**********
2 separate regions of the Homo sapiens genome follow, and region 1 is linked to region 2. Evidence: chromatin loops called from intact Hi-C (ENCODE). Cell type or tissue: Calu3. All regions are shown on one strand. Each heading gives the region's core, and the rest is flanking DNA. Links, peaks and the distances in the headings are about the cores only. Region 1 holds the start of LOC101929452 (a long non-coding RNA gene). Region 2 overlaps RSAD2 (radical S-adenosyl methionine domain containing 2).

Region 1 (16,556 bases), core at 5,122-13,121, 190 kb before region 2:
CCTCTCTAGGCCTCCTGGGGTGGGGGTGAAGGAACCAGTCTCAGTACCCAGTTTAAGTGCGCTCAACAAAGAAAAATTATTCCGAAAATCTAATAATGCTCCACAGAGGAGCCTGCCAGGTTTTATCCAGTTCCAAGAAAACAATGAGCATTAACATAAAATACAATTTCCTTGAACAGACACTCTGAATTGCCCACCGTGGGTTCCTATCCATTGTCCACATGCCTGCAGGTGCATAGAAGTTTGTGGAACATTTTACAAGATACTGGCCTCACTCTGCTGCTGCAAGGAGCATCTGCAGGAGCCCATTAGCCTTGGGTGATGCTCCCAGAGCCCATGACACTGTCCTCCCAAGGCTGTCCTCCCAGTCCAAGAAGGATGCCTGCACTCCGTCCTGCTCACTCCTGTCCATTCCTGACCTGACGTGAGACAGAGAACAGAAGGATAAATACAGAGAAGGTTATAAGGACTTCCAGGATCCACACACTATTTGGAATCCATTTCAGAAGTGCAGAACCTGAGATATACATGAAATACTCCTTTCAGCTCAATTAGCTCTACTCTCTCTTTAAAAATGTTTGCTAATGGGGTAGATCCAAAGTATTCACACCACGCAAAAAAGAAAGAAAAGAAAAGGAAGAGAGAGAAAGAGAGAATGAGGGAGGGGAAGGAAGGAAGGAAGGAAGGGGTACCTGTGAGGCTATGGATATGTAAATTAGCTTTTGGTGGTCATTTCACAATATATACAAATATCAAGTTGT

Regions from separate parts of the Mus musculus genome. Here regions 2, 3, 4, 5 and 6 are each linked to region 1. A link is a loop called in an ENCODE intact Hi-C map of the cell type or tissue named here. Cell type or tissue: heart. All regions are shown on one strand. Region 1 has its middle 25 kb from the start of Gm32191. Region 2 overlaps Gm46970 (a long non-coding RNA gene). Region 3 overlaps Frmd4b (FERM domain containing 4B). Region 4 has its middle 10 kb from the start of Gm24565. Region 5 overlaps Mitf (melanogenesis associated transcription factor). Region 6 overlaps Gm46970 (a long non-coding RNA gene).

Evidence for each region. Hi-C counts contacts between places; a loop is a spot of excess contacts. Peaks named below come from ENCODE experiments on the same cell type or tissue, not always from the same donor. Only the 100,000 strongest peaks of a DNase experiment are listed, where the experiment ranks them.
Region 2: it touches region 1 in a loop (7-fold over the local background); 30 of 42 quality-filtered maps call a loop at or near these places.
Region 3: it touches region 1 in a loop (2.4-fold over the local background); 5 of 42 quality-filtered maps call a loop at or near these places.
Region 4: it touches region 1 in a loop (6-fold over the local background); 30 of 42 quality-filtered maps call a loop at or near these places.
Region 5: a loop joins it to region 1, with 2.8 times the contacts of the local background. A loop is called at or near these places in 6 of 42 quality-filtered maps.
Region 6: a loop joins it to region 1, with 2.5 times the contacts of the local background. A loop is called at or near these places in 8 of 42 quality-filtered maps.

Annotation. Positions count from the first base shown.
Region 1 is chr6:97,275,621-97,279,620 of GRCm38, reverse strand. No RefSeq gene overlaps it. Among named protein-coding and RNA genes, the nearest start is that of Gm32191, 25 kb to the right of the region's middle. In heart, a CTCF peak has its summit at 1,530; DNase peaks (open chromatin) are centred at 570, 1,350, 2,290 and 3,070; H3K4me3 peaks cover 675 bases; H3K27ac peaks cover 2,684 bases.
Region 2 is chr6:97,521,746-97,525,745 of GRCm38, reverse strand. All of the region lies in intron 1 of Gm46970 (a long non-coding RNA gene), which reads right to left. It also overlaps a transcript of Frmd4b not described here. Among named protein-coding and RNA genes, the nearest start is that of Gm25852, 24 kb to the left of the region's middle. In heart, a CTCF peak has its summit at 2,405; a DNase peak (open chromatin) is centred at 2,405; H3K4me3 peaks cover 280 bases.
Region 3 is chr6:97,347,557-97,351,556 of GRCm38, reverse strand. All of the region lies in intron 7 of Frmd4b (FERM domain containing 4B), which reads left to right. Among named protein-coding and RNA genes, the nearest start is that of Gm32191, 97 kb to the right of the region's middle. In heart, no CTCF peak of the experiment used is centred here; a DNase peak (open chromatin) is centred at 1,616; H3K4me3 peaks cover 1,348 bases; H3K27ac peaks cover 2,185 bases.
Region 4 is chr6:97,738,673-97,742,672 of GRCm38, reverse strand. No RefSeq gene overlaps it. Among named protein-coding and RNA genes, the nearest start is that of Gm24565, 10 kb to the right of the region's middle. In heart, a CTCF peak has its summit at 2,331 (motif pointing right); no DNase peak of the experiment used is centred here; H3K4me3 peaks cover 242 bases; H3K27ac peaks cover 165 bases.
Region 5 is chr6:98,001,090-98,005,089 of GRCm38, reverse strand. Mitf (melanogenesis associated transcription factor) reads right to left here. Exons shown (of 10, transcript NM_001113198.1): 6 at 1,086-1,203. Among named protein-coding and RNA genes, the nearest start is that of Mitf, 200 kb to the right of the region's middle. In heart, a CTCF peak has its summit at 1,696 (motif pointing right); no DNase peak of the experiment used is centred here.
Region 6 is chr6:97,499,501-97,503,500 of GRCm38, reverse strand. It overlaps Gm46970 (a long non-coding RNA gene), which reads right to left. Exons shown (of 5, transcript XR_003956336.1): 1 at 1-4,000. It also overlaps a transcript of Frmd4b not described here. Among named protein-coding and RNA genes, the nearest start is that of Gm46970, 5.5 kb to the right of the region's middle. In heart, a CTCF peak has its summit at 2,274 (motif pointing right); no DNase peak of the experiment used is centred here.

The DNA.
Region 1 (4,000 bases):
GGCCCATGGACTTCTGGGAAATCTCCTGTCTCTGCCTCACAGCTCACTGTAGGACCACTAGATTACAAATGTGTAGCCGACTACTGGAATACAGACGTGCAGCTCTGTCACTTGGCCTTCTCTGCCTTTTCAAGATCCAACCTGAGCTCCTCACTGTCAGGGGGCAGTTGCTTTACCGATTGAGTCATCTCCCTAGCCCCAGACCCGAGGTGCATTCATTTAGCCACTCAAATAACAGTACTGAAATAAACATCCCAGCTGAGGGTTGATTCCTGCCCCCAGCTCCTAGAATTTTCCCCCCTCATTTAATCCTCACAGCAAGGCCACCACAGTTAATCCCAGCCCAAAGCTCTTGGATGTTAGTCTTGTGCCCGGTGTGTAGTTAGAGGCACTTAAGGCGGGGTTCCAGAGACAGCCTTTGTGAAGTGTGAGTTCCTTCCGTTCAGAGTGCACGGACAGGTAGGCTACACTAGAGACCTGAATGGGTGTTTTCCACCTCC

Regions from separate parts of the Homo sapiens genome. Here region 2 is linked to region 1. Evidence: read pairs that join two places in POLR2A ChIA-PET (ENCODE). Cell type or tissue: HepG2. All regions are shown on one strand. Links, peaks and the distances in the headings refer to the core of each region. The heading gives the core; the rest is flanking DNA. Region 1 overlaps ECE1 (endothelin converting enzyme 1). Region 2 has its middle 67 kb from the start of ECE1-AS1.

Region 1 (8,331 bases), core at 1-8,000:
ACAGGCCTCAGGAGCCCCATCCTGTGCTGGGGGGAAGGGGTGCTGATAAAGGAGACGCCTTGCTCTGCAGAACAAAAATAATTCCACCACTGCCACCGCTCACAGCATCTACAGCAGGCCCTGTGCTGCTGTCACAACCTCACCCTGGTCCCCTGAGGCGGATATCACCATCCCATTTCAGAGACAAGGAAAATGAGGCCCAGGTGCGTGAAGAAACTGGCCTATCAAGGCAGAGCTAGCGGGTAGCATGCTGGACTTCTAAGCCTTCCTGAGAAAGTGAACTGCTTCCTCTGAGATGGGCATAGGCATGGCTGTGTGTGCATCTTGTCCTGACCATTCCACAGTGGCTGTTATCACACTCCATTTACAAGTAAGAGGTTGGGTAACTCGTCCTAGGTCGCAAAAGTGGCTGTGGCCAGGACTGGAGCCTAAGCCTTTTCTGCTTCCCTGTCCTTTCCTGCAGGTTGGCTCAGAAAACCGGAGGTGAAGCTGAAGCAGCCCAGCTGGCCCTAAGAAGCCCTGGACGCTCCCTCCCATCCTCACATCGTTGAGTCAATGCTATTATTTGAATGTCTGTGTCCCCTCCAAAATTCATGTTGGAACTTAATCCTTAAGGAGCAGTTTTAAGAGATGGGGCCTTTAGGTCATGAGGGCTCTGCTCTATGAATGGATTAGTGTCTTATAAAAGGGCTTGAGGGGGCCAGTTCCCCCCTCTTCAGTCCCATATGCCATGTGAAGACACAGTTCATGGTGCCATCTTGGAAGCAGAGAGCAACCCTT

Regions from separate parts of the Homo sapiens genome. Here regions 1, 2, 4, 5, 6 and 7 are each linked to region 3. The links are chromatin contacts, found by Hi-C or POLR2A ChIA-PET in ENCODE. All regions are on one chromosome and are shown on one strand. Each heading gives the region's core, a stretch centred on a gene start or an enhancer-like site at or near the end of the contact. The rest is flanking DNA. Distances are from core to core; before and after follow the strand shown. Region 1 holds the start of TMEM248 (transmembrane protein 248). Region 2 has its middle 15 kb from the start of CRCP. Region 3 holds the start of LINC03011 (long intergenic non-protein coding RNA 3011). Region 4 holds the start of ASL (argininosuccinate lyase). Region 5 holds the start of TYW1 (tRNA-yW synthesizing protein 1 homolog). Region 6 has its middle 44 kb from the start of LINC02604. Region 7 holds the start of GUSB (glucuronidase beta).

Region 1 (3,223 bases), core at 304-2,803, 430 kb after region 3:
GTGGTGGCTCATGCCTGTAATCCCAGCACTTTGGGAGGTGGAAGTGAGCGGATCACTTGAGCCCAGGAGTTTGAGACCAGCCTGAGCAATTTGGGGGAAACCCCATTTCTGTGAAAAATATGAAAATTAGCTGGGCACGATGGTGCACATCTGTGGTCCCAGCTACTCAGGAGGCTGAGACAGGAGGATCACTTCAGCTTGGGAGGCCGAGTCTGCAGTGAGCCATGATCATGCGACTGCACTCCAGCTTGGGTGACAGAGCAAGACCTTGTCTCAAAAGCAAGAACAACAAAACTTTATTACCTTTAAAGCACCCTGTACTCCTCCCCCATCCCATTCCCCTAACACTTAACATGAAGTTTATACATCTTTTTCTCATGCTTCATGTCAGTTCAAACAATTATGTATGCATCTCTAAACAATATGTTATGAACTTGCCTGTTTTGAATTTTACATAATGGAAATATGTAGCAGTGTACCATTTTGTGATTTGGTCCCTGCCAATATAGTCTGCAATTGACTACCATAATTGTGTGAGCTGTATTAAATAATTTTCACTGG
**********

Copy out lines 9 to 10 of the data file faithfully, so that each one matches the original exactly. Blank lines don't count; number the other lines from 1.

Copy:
Region 5: a loop joins it to region 1, with 2.8 times the contacts of the local background. A loop is called at or near these places in 6 of 42 quality-filtered maps.
Region 6: a loop joins it to region 1, with 2.5 times the contacts of the local background. A loop is called at or near these places in 8 of 42 quality-filtered maps.